Although the losses of the Turkish economy may also extend to legal compensation that companies are forced to pay if Israeli companies resort to international courts, it is certain that Israel’s losses will be large as a result of the Turkish decision, especially since important Israeli sectors depend on commercial imports in very large percentages. At the forefront is the construction sector, which imports approximately 70 per cent of its steel and cement needs from Turkiye and is the sector that suffers the most after the unlawful war on the Gaza Strip.

The Turkish decisions will also cause more suffering to the entire Israeli economy considering the difficulty of compensating for these imports in the short term. If an agreement is reached with new companies from other countries, import costs will certainly rise compared to the Turkish product, which enjoys a lower shipping cost as a result of geographical proximity, in addition to its global competitive advantages. This was confirmed by the American investment bank, JP Morgan, which said that the halt may marginally raise price pressures for goods in Israel in the short term.

Also, among the Israeli losses, according to the New York Times, is the fact that Turkiye’s announced suspension of all forms of trade with Israel may only be the latest in a series that makes Israel’s isolation greater than it was over the past few months. It also noted that this decision may encourage other countries to take similar steps. This was confirmed by Erdogan by saying that he believes this will be an example for other countries that are dissatisfied with the current situation.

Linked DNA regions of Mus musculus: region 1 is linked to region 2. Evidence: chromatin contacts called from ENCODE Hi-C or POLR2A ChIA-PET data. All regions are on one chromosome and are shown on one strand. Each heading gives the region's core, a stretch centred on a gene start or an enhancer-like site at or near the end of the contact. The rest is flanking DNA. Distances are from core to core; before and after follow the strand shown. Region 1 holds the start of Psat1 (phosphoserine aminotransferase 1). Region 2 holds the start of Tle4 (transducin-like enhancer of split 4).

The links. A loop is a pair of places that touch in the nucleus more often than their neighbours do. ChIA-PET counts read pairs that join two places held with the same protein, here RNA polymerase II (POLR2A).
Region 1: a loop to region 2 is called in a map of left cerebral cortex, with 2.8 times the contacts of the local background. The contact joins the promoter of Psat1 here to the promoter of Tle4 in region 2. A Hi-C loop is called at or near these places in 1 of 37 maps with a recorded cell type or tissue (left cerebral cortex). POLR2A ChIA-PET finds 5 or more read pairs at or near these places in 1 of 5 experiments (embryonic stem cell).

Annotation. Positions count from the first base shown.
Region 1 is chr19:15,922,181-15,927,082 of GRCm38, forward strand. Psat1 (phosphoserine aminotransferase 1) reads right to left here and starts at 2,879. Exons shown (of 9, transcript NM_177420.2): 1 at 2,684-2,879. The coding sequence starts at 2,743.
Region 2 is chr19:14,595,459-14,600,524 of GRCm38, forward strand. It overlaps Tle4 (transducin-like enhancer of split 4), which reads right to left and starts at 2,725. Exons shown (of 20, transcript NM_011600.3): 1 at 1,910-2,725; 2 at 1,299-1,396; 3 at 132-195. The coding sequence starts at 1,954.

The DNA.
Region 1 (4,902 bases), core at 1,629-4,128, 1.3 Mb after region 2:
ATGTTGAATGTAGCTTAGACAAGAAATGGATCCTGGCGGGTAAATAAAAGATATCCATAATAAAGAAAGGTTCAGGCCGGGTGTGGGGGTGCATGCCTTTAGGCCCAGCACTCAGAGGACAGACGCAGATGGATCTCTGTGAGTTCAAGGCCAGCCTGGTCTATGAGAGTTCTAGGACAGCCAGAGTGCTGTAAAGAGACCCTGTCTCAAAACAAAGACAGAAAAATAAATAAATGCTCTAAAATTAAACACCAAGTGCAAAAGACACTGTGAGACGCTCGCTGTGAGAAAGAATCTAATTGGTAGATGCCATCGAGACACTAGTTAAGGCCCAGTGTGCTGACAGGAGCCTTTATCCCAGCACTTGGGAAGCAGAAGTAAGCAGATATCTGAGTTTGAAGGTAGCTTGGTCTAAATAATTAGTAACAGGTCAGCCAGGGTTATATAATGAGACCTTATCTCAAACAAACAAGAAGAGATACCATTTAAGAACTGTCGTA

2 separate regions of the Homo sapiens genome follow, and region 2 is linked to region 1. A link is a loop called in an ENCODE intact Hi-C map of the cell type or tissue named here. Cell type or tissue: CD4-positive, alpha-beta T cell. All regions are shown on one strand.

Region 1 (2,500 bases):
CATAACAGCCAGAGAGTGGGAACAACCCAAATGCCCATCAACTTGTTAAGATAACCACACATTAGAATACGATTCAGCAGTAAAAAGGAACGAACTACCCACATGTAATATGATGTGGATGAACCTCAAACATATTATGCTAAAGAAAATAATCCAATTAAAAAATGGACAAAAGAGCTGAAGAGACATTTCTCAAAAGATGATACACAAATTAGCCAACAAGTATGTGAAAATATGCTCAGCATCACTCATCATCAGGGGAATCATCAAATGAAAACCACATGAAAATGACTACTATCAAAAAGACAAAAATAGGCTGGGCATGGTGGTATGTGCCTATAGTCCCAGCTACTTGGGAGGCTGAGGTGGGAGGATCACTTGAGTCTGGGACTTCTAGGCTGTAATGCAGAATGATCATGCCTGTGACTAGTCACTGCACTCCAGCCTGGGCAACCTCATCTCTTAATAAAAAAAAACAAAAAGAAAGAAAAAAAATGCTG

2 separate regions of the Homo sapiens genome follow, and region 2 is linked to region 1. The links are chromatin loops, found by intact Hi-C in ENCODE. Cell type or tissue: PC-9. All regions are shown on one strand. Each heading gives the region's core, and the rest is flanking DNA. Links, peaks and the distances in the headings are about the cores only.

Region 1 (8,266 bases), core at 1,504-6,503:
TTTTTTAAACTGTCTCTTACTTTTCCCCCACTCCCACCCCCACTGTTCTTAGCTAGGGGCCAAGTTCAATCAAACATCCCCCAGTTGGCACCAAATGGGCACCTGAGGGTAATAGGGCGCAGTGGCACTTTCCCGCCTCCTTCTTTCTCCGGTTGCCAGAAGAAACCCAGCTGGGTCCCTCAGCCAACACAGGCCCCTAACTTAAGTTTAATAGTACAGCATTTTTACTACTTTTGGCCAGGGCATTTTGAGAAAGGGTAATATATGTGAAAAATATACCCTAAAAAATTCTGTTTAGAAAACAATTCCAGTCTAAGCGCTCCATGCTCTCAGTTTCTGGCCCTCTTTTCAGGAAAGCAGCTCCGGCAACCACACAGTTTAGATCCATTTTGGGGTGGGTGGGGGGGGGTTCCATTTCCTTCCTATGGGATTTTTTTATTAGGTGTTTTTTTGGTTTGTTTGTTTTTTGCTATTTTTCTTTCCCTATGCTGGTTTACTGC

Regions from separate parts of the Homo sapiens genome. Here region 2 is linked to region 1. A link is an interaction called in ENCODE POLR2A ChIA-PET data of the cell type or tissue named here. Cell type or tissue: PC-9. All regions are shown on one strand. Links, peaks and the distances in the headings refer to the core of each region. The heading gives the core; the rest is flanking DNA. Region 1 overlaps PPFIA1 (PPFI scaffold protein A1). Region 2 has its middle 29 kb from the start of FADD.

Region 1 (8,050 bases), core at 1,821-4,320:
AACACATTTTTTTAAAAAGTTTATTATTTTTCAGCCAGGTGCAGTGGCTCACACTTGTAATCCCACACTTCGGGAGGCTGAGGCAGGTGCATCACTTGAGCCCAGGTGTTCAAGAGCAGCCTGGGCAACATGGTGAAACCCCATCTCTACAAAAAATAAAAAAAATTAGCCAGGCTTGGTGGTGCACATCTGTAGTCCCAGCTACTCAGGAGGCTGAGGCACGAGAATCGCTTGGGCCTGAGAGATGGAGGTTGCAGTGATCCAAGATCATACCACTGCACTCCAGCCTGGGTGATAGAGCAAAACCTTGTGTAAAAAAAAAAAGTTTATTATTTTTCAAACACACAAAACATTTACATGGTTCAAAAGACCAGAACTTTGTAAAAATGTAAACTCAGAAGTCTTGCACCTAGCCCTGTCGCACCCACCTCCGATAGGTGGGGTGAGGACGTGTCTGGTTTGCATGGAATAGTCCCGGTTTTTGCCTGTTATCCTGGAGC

The impact of these economic measures has been significant, with Israeli businesses feeling the strain of reduced trade and investment from Turkiye. The agricultural, tourism, and manufacturing sectors in Israel have been particularly hard hit, with many companies facing financial difficulties and job losses.

Diplomatic Pressure

In addition to the economic measures, Turkiye has also been exerting diplomatic pressure on Israel. The Turkish government has been actively lobbying other countries to join its boycott of Israel, and has been successful in persuading several nations, including Malaysia and Indonesia, to impose their own sanctions on Israeli goods.

The diplomatic pressure has also extended to the international arena, with Turkiye using its influence in organizations such as the Organization of Islamic Cooperation (OIC) and the United Nations to condemn Israeli actions and rally support for the Palestinian cause.

Impact on the Israeli Economy

The combined impact of the tariffs, withdrawal of investments, and diplomatic pressure has been devastating for the Israeli economy. The country’s GDP growth rate has slowed significantly with many economists predicting a recession in the coming months.

The unemployment rate has also risen sharply, with many Israelis losing their jobs in the agricultural, tourism, and manufacturing sectors. The government has been forced to allocate significant resources to support affected businesses and workers further straining the country’s budget.

The Turkish decision to suspend trade with Israel, despite the potential economic losses for its own economy, demonstrates the importance Turkiye places on the Palestinian cause. By leveraging its economic influence, Turkiye has sent a strong message to Israel and the international community that it will not tolerate the continued occupation and oppression of the Palestinian people.